The primary message in this passage is that God will have all kinds of Gentiles to be saved, in addition to Jews. This is finally confirmed in Revelation when the Church is around the throne in heaven, and the Church consists of men from every tribe and tongue among all kinds of Gentiles on the earth. God has elected for salvation some Gentiles from every tribe and tongue throughout the whole world.  

The use of the Greek word pas to refer collectively to all kinds is frequently used in the Scriptures. The following is just one example where it means all kinds of Jews. This verse means that God will save Jews from every tribe of Israel. When Jesus sets his feet down on the Mount of Olives, millions of Jews from every tribe of Israel will be saved. We know that two-thirds of them will perish in the conflagration. We know that not every Jew will be saved at the end, but God will save a remnant with some from all tribes. The same is true for all kinds of Gentiles.  

(Rom 11:26 KJV)  And so all Israel shall be saved: as it is written, There shall come out of Sion the Deliverer, and shall turn away ungodliness from Jacob:  

Thayer’s Greek Lexicon gives the definition of pas as follows:  

3956  pas-  

1) individually:

each, every, any, all, the whole, everyone, all things, everything

2) collectively:

some of all types    

Point 4—Irresistible or Efficacious  

The Westminster Confession states the doctrine of irresistible or efficacious grace as follows:  

“All those whom God has predestinated unto life, and those only, He is pleased, in His appointed and accepted time, effectually to call, by His Word and Spirit, out of that state of death, in which they are by nature, to grace and salvation by Jesus Christ; enlightening their minds spiritually and savingly, to understand the things of God; taking away their heart of stone, and giving them a heart of flesh; renewing their wills, and by His almighty power determining them to that which is good; and effectually drawing them to Jesus Christ, yet so as they come most freely, being made willing by His grace.”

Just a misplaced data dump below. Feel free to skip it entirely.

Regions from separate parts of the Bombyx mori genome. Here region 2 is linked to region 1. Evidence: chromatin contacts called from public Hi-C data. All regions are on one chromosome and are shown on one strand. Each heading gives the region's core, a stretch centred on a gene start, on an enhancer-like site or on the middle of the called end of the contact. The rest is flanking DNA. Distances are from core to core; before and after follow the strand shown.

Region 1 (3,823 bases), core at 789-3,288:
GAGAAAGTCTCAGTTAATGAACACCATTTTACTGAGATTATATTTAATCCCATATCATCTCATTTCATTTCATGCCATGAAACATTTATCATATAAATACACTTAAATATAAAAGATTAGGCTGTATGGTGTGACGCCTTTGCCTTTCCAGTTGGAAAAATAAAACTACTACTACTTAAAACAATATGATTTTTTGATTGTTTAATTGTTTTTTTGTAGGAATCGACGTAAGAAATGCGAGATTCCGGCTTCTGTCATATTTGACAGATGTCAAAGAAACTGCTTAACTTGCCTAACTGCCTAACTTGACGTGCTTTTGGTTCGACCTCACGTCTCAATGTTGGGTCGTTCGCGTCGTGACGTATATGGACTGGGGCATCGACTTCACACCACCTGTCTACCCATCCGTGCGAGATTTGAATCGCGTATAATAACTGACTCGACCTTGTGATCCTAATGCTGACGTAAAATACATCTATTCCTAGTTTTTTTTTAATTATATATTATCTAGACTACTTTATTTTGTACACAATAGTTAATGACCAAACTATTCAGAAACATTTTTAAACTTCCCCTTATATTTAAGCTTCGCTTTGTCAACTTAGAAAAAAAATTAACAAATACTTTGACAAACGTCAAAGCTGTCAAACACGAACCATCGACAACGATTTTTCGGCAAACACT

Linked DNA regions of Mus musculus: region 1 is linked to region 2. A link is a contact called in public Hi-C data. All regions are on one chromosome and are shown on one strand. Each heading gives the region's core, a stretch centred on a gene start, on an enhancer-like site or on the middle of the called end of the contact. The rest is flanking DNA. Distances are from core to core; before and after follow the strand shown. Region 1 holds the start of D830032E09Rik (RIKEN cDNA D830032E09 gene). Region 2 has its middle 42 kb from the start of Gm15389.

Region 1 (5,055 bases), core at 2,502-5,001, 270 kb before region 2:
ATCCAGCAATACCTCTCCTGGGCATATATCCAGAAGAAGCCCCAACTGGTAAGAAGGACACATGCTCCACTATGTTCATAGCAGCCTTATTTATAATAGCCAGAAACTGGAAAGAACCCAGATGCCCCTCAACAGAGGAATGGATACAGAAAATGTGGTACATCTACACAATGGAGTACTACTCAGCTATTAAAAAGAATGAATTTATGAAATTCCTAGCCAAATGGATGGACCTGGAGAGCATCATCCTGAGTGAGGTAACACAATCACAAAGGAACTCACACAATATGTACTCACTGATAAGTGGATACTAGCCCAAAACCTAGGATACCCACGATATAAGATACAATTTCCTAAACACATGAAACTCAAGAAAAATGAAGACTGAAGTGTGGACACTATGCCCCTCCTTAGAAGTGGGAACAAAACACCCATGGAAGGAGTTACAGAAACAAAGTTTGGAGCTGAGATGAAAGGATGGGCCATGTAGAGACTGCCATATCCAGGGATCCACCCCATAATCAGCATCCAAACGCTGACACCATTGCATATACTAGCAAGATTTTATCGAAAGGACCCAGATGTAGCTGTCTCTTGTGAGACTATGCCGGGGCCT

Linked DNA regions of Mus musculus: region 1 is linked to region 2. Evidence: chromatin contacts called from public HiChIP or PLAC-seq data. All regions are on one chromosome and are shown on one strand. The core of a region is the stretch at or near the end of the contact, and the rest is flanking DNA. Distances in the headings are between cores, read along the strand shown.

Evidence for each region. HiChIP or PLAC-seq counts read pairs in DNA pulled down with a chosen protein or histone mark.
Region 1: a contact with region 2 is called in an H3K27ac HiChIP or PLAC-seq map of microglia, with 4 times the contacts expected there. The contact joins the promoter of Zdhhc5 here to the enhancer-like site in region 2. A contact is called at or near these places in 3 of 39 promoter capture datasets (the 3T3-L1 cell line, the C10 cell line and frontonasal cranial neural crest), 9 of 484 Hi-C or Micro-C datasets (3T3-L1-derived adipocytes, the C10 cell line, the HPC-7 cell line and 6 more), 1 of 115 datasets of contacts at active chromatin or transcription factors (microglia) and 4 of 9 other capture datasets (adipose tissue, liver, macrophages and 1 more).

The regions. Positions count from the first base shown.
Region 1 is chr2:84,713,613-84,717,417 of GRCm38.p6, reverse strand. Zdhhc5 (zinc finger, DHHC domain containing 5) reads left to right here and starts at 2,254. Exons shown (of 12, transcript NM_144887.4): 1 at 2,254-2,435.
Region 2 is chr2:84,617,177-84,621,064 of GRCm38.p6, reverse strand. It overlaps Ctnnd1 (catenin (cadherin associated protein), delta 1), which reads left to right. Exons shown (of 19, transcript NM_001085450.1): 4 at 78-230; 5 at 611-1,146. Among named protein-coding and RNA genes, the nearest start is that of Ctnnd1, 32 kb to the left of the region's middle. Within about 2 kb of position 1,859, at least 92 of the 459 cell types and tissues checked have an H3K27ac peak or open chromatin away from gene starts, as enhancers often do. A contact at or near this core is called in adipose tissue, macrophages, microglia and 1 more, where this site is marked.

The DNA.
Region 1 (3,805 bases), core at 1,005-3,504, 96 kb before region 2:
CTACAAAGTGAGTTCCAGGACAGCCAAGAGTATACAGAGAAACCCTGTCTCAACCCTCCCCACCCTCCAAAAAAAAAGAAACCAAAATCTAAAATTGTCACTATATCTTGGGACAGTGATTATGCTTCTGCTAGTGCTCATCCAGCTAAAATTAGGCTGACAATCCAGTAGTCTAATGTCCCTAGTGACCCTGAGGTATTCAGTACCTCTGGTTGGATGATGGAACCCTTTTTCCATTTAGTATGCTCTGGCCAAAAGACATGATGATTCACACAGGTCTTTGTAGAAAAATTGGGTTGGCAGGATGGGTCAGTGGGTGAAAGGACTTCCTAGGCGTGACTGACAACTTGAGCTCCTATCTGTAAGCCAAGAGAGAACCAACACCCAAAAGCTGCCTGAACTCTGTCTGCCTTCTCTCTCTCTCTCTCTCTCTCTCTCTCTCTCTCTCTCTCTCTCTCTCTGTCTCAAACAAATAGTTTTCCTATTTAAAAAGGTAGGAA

“This effectual call is of God’s free and special grace alone, not from any thing at all foreseen in man, who is altogether passive therein, until, being quickened and renewed by the Holy Spirit, he is thereby enabled to answer this call, and to embrace the grace offered and conveyed by it.”

The Baptist confession of faith, The 1689—A Faith to Confess states this point in almost identical words.  

To put the above statement in layman’s terms, everyone that God chose for salvation before the foundation of the world is going to be born-again spiritually.  No ones spirit salvation rests upon my faithfulness or any other Christian’s faithfulness.  The spirit salvation of each and every Christian rests solely upon the faithfulness of God.  No one is going to hell if I do not witness to that person.  If I do not witness to someone to whom God has called me to witness, then God will get someone else to do it, and I will lose my reward because of my unfaithfulness.  

The Arminian believes that the will of God can be frustrated by the will of finite man on an individual basis.  The Arminian states that man’s work of faith comes before God’s gift of spirit life.  The Calvinist states that God’s gift of spirit life comes before man’s response of faith in Jesus Christ.  

(John 6:37 KJV)  All that the Father giveth me shall come to me; and him that cometh to me I will in no wise cast out.

(John 6:38 KJV)  For I came down from heaven, not to do mine own will, but the will of him that sent me.

(John 6:39 KJV)  And this is the Father's will which hath sent me, that of all which he hath given me I should lose nothing, but should raise it up again at the last day.

(John 6:40 KJV)  And this is the will of him that sent me, that every one which seeth the Son, and believeth on him, may have everlasting life: and I will raise him up at the last day.  

Verse 37 above establishes efficacious grace, and the second part of this compound sentence establishes the fifth point, which is perseverance of the saints.